“Eve Online” is a massively multiplayer online game first launched by Icelandic developer CCP Games in 2003.
The economy of “Eve Online” is tremendously complex, with players organizing into corporations that they entirely own and manage within the game. The details are tricky, but suffice it to say, building massive spaceships, space stations, and weaponry requires players to gather the equivalent of tens, hundreds, or thousands of dollars worth of materials in the game. As in real life, it can hundreds or thousands of people to achieve something massive.
“Eve Online” is an extremely popular game with roughly 500,000 subscribers, but it also has a reputation for being particularly cutthroat.
In 2009, for example, a disgruntled director of an in-game, player-run corporation defected to a rival faction, utterly dissolving the company on his way out the door. In the process, the rival faction was able to steal the equivalent of thousands of dollars worth of territory, spaceships, and Isk, Eve’s in-game currency. It was a blow that hurts even more, given the brisk black market trade of Eve’s Isk for real US dollars.
More recently, just a few weeks ago, over 7,500 players held an epic, hours-long space battle that resulted in the destruction of Eve’s first ever Keepstar – a gigantic, Death Star-sized ship that had taken players literally months to build.
Watch an accelerated time-lapse of the battle that destroyed the Keepstar here:
But for Eve’s 500,000 subscribers, many of whom have stuck with it for huge chunks of its 13-year-history, all of the piracy, intrigue, and possibility of everything you’ve built going up in flames is all part of the fun. Hey, at least it’s never predictable.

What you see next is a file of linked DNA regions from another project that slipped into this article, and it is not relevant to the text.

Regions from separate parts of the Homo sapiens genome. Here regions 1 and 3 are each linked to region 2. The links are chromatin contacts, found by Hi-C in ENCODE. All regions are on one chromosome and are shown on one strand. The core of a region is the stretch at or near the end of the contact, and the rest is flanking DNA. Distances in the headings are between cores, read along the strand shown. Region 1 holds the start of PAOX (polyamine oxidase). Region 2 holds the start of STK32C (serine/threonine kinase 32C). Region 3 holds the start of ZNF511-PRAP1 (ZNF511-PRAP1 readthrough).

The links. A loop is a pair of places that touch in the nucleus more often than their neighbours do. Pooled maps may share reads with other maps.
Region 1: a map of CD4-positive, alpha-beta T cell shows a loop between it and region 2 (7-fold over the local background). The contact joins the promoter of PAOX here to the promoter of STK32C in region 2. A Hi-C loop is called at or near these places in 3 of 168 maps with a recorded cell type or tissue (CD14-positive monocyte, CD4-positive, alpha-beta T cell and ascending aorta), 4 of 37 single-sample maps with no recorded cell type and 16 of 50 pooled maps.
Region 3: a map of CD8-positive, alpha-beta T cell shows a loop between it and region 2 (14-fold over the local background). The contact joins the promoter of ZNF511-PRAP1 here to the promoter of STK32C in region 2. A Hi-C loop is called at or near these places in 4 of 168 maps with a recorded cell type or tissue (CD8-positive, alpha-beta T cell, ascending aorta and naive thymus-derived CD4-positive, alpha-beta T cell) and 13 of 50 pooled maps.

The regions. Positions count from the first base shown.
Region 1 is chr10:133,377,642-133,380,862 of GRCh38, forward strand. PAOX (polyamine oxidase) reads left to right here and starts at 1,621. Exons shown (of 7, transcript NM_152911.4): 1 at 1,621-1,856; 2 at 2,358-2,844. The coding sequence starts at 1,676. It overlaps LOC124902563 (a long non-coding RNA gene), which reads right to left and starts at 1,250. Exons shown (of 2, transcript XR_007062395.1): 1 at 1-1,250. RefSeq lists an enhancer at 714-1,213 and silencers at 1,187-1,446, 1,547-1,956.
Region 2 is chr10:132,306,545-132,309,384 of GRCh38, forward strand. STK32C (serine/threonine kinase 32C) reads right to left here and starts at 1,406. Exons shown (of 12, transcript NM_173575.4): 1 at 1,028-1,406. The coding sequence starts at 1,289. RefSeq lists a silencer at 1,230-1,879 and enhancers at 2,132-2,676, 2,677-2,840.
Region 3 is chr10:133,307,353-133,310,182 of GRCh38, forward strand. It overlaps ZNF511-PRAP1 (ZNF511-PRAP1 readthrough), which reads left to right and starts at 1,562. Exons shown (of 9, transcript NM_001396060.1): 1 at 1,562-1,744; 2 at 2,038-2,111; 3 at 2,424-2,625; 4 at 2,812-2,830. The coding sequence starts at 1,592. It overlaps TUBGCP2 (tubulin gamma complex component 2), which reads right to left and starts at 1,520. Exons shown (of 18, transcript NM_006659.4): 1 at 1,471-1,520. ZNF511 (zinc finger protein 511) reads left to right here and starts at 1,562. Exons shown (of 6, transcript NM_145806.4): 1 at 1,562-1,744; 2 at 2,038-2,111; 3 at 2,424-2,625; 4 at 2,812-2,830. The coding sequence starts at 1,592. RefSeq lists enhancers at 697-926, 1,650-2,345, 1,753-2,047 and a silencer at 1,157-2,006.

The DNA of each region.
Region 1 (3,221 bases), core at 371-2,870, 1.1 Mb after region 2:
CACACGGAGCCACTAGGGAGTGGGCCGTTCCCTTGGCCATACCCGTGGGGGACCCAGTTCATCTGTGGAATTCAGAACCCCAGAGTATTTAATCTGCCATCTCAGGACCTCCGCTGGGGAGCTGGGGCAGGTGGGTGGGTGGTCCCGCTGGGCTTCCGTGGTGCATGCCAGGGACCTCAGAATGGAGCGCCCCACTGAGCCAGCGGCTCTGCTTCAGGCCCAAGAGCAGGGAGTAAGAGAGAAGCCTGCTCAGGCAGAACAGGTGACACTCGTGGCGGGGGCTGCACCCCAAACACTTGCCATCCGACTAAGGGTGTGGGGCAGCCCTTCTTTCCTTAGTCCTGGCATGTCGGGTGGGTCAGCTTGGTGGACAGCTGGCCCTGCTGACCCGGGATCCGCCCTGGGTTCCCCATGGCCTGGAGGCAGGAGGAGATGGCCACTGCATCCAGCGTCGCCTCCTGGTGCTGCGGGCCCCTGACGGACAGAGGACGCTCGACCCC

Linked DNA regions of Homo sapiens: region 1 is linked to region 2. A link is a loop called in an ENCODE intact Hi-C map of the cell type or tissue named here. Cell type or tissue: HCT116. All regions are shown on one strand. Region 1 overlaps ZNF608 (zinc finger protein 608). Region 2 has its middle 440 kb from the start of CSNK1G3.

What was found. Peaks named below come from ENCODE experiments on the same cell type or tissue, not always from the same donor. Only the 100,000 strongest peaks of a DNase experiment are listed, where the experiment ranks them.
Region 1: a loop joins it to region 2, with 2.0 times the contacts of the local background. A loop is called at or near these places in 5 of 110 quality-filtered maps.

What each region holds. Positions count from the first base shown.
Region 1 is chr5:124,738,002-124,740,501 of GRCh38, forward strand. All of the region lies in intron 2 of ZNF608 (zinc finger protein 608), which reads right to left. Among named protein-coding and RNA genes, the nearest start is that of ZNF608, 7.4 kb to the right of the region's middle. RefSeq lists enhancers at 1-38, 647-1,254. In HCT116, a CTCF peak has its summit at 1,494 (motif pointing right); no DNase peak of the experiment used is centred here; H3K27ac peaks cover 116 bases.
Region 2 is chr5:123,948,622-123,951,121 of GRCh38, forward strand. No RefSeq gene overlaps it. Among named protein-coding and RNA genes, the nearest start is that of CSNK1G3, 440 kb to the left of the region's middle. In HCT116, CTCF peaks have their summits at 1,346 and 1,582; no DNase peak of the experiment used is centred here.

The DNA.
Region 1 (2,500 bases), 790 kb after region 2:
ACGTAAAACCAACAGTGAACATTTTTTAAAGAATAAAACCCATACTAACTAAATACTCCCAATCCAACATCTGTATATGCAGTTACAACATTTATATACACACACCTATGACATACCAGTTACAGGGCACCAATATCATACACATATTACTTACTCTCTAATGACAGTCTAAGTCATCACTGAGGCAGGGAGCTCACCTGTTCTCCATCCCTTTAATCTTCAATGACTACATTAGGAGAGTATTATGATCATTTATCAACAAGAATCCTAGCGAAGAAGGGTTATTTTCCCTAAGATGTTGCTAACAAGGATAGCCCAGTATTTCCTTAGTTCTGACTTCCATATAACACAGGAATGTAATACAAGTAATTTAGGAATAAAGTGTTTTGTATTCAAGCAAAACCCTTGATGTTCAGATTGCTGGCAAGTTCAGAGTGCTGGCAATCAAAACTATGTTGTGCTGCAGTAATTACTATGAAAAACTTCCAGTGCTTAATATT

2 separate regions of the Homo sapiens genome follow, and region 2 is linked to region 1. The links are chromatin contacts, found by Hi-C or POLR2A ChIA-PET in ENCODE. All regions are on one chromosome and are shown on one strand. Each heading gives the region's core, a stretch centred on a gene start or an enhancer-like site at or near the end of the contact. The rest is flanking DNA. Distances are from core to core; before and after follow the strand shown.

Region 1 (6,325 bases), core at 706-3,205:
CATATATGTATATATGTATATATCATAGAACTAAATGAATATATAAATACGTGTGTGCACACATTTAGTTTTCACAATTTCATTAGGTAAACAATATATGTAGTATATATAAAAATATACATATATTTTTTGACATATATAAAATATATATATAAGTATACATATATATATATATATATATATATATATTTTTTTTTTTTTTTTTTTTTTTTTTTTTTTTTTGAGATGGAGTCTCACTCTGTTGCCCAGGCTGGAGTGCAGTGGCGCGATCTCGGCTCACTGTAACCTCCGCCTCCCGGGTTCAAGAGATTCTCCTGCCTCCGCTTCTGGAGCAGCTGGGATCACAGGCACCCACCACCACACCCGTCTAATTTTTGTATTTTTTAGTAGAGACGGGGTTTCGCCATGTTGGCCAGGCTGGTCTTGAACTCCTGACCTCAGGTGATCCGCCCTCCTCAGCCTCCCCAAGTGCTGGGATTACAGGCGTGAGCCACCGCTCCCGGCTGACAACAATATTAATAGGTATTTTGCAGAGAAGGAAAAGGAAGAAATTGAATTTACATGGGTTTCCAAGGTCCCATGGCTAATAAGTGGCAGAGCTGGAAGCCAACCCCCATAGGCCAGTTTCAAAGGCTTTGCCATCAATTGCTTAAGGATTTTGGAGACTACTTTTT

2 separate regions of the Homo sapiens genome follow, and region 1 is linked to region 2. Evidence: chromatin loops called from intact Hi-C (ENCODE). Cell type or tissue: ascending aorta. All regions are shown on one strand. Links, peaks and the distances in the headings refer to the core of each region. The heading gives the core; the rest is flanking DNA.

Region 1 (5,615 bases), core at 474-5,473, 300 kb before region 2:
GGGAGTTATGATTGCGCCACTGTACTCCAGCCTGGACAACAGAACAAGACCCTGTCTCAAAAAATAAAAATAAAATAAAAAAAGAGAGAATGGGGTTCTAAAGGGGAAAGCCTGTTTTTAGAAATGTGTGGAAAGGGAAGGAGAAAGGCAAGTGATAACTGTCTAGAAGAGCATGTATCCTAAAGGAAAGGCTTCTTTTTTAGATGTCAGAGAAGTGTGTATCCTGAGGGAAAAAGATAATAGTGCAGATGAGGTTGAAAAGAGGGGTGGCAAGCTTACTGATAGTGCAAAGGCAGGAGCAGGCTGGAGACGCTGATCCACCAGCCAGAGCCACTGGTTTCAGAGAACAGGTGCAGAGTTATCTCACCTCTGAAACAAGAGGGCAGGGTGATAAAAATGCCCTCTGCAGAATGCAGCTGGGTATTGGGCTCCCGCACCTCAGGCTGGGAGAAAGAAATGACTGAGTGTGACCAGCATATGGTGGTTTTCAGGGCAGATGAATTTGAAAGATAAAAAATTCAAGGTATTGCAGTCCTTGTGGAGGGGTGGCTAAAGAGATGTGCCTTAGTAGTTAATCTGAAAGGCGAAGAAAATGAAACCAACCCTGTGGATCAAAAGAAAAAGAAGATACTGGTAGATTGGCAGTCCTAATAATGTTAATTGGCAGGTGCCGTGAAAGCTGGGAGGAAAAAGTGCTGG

“The game doesn’t deliver a guaranteed experience,” explains “Eve Online” executive producer Andie Nordgren, the woman in charge of the whole game. “There’s a world you can do anything in, but so can other people.”
Now, as it enters its 14th year online, and with mounting competition for players’ time and attention, the challenge for “Eve Online” is to more readily show off what makes it so special without losing the core that’s gotten it this far.
Enter “Ascension”: an update to the game that dropped in November that aims to ease new players into the game, and also makes it free to get started. The company says it’s a big hit, with “Eve Online” subscribers trending higher since the release launched.
Due to its weird, non-traditional, and non-action-oriented gameplay, “Eve Online” tends to attract an older, more mature player base, Nordgren says.
Combine that narrower demographic with the rise of the smartphone, the continued dominance of online games like “World of Warcraft,” and the continued lure of newer games, Eve has been steadily losing subscribers over the last few years. Bloomberg also reported that CCP Games, which owns Eve Online, is in talks to sell itself for just shy of $1 billion. (CCP declined to comment.)
To make sure “Eve Online” continues its relevancy into 2017 and beyond, Ascension is a big push from CCP to make it more accessible to a wider audience. While players can still pay a monthly fee of around $15 to get full access to the game, Ascension adds a free-to-play tier.